Asia shelters the most technologically advanced countries like Japan, South Korea, China, and so on. They have produced tech pioneers for decades. However, in the context of Nepal, there is still doubt about the future of advanced technologies like robotics. This is unfortunate because we do not lack in innovative and creative minds but rather in our vision and perspective.
In 2010, the Robotics Association of Nepal was established with the express mission to create a platform for eager young minds to explore innovative ideas and learn how to apply the science of mechanics, electronics, robotics, and coding to solve everyday problems. For about a decade, it has been successful at igniting a passion for robotics enthusiasts and changing the public perspective on robotics in Nepal. Here is what Manoj Lekhak, the Secretary of RAN has to say:
1. What was the idea behind the founding of RAN?
In 2009, our founding members having different backgrounds such as mechanical engineering, electronics, and communication felt the necessity of a central hub for exploring, learning, promoting, and sharing robotics-related knowledge and representing Nepal globally. After planning for six months, our team formulated the constitution of the Robotic Association of Nepal and registered it as a not-for-profit non-governmental organization in 2010. Our vision is to create platforms, partnerships, and possibilities to let Nepalese organizations and businesses to explore and implement the possibility of robotics.
2. RAN initiated Yantra as a National Robotics competition which is now an Art, Tech, and Science festival. Could you talk about that briefly?
After the establishment of RAN, we started providing robotics-related workshops to schools and colleges. But providing just knowledge was not enough so Yantra, the national robotic competition, was introduced as a way for robotics enthusiasts to showcase their skills.
We launched our Yantra 1.0 and Yantra 2.0 with the theme “Mission in Nepal”, intended to involve students of all levels, and test their innovation and creativity for basic level robotics. In Yantra 3.0, we came up with the idea of linking Robotics with art and thereby creating a new type of Art, Tech, and Science festival. In Yantra 5.0, we successfully organized an international competition with the theme “Agro-Innovation”. It was successful as we had a lot of participants from foreign lands like India and Bangladesh.
In Yantra 7.0, we planned on how we can take Robotic products to the local level. So, we initiated the “RoboBusiness Cup”. We changed Yantra from art, tech, and science to Science, Tech, and Entrepreneurship festival. We finished the Yantra 8.0 event recently where we collaborated with the Ministry of Education, Science, and Technology and successfully organized a South Asian level competition.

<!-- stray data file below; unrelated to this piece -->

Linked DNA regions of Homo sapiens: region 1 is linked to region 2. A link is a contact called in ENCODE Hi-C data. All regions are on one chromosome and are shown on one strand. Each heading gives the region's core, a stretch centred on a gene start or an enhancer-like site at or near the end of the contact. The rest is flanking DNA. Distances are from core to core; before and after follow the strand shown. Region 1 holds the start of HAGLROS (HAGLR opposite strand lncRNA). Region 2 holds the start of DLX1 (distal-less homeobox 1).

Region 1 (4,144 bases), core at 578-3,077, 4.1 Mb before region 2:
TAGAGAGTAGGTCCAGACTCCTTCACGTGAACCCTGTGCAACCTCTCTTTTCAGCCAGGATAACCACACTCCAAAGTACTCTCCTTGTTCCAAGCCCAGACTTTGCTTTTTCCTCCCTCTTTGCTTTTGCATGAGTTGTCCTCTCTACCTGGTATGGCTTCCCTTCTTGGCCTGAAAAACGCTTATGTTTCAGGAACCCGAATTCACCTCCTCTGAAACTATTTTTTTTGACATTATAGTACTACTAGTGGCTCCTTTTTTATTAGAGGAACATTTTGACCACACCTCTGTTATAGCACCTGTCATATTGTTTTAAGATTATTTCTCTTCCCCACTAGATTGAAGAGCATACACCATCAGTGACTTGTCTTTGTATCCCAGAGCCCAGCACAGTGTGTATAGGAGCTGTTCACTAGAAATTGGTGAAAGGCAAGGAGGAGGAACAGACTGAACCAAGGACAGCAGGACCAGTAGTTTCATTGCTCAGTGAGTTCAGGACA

3. The membership form of RAN 2020-21 just ended, what opportunities and benefits can they get from the organization?
As our vision is to support the government in formulating policies related to robotics, our members get the chance to be involved in policy and development activities. Throughout the year we organize free workshops for members to sharpen up their knowledge and skills. Our members can be involved as an organizer in various annual events such as Yantra and Miss Tech. We also provide the opportunity of networking in various fields and help with the start-up of businesses in every possible way.
4. Introducing robotics in Nepal probably wasn’t easy. Would you like to share some of the challenges or setbacks that you faced?
Every organization faces challenges and setbacks but our focus should be on solving them. Is there any future of robotics in Nepal? This kind of question was always in our minds. Our main challenge was to change people’s attitudes towards the scope of AI and Robotics in daily life.
As we were growing, our focus was on the sustainability of our organization. But, the sudden death of our first president, Ujjawal sir, came as a huge shock to us. During those hard times, Suraj Baidhya sir supported us by giving us a space in FNCCI. When we shifted to Kamaladi, Mangesh Lal Shrestha sir also helped us provide a space free of cost. I still remember him saying, “You guys should do great innovation and you can do it!” Even though we had lots of challenges, those kinds of help from various people motivated us to keep on going.
5. Is RAN working on any project that could change the face of robotics in Nepal?
We have goal of creating Robotic Industries by 2030. Recently, we have been working on two upcoming community-based projects: Early Warning System for the floods in Kanchanpur and Dhading Automatic Water Pumping System. We are also incubating four projects of the Robo Business Cup contest winners i.e. Harkey, Next-gen helmet, Sahayatri, and Momo packing and counting machine.
We are also working on the project ‘Precision Agri-Drone Krisakopter v1.0’ with the grant provided by the Nepal Academy of Science and Technology (NAST) under the ‘Science for Society: Innovation for Prosperity program. During this pandemic, we successfully distributed 18 booths for COVID testing and sister robots in various hospitals, which is a major success for us.
6. What would be your final words to our readers?
As a developing country, we have lots of problems waiting to be solved. The time has come for us to make a choice: Do we turn the problems into opportunities to prosper our country or let foreign countries grab them for their own benefits?